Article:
In a conference call Friday, Ontario Superior Court Justice Geoffrey Morawetz and U.S. Bankruptcy Court Kevin Gross agreed that the mediation will proceed by litigation, rather than an arbitration panel.
A trial is expected to begin as early as this fall.
More than 100 parties including ex-workers, bondholders, trade creditors and governments worldwide are involved in the complex legal battle over how to divvy up the former equipment maker's residual assets.
In January, a mediation process held in Toronto abruptly ended after Ontario Chief Justice Warren Winkler, who was overseeing the two-week long proceeding, concluded there was no resolution in sight.
Three other attempts at mediation also had failed.
It's been reported that the proceedings have cost up to $755 million worldwide in lawyer fees since the negotiations begun. A group representing disabled ex-Nortel employees say that figure is closer to $861 million.
According to documents, U.S. law firm Cleary Gottlieb Steen & Hamilton LLP, which represented Nortel in mediation, filed $1.25 million in fees in November alone.
Barry Wadsworth, a lawyer for the Canadian Auto Workers which represents about 850 former Nortel pensioners and former disability workers, says the group was in favour of the joint court process because it was a "more structured, efficient and expeditious process" than arbitration.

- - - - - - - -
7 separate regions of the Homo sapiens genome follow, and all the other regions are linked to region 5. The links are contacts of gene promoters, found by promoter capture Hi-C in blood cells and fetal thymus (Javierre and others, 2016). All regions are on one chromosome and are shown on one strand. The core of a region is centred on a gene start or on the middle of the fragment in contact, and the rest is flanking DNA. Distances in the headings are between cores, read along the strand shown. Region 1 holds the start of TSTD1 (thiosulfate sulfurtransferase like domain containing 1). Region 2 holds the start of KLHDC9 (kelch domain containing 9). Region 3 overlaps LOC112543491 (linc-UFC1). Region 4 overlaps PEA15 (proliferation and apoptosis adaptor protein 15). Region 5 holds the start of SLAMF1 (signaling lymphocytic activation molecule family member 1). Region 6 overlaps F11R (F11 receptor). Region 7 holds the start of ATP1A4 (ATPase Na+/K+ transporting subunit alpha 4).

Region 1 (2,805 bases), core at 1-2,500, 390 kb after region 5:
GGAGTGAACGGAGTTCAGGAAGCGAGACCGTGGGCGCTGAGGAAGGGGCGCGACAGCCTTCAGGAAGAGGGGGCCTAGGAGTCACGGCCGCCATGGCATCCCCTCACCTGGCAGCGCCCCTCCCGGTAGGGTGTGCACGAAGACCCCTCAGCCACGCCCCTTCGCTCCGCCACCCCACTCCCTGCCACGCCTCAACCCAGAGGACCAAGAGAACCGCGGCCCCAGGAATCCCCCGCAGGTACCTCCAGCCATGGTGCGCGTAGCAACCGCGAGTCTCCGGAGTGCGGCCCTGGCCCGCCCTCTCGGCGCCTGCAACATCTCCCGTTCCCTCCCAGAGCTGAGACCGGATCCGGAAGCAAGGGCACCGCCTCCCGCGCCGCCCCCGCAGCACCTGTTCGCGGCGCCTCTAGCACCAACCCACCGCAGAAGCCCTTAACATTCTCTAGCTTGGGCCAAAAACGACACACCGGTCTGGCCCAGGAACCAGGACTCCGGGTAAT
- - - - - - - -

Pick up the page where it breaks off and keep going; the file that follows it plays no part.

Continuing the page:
"It was our belief that the courts have the jurisdiction to hear and determine our argument that the worldwide assets of Nortel in all jurisdictions should be divided equally between all of the company’s creditors," he wrote in an email.
"There really is no 'Nortel' anymore and this is really about a fair, reasonable and just division of the assets of this interwoven company that acted as one worldwide entity and should have its assets divided among all of its creditors on that basis."
Wadsworth said both judges stressed how important it is for these proceedings to go ahead in the most cost-effective and timely manner.
At its height in 1999 to 2000, Nortel was worth nearly $300 billion, employed more than 90,000 people globally and was regarded as one Canada's most valuable companies.
In 2009, the company filed for bankruptcy in North America and Europe, shedding thousands of jobs.
Earlier this year, the former top brass at the firm were acquitted of fraud charges nearly a decade after being accused of falsifying financial records at the beleaguered company.
A judge found there was not enough evidence to convict ex-CEO Frank Dunn, ex-CFO Douglas Beatty and ex-controller Michael Gollogly of fraud.
The three were fired in 2004 and accused of being involved in a book-cooking scheme to trigger $12.8 million in bonuses and stock payments to themselves.Suggest a correction